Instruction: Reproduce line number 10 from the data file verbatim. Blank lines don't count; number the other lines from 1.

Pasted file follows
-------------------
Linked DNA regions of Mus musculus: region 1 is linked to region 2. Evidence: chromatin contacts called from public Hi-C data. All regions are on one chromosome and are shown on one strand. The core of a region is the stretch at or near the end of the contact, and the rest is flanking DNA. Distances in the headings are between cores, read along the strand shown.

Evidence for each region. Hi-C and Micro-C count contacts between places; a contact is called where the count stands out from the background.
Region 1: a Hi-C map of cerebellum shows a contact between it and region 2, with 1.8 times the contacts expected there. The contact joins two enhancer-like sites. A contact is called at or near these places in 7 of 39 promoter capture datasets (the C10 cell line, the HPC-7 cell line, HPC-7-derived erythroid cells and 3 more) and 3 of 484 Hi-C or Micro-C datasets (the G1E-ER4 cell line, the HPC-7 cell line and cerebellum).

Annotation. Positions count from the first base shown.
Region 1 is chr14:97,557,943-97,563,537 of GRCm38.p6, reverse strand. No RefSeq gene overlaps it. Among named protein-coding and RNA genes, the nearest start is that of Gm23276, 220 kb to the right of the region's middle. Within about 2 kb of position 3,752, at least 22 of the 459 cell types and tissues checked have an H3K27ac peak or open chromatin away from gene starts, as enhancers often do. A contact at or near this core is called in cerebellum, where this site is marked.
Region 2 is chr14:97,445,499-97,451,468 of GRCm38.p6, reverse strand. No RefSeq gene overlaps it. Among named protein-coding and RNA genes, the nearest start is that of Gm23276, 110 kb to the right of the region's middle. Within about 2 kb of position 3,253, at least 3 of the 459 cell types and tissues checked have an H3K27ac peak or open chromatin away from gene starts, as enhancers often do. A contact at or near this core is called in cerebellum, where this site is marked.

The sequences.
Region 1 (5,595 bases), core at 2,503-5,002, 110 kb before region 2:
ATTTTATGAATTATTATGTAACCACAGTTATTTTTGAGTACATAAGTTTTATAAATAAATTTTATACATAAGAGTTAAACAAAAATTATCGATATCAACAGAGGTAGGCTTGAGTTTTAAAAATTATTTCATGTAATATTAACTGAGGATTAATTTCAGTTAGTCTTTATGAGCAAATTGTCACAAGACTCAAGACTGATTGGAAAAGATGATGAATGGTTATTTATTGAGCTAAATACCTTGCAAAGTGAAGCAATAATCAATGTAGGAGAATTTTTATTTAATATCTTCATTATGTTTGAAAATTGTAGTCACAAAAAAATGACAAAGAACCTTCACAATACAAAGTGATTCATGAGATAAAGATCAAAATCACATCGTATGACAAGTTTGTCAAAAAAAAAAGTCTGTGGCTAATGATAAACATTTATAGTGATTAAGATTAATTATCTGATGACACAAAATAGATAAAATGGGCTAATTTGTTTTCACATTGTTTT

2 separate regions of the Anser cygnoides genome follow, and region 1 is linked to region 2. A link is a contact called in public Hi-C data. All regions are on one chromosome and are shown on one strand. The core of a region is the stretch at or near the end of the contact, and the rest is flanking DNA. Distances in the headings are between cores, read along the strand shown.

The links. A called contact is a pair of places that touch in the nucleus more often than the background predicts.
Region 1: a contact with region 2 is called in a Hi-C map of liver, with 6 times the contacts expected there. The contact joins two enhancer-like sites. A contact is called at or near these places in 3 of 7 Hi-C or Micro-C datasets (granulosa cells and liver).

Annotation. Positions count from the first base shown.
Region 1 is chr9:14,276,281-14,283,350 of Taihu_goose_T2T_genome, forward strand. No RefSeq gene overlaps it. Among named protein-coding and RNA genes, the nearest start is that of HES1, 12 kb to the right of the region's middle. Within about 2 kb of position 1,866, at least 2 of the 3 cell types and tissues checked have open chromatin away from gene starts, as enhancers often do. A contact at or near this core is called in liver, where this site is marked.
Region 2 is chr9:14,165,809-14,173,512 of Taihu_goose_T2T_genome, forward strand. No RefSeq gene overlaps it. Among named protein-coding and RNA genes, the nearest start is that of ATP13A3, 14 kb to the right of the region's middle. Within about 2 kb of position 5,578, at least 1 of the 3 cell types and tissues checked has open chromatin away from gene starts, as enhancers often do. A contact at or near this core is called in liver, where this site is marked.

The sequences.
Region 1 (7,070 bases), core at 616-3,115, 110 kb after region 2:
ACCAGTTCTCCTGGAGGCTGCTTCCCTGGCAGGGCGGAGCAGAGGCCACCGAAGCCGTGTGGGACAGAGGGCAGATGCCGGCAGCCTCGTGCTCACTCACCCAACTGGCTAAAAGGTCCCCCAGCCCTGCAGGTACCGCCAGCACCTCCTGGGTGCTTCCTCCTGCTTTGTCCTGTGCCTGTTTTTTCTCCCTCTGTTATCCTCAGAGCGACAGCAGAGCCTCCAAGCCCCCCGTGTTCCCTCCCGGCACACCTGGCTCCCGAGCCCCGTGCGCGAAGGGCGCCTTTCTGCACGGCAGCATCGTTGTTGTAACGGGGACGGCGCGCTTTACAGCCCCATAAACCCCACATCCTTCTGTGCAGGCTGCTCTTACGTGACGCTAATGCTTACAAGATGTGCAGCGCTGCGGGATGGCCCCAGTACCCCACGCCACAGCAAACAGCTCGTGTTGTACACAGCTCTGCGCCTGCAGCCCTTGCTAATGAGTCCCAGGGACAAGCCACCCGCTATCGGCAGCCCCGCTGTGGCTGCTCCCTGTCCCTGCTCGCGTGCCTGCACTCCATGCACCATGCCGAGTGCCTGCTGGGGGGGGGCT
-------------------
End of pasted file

2 separate regions of the Anser cygnoides genome follow, and region 1 is linked to region 2. A link is a contact called in public Hi-C data. All regions are on one chromosome and are shown on one strand. The core of a region is the stretch at or near the end of the contact, and the rest is flanking DNA. Distances in the headings are between cores, read along the strand shown.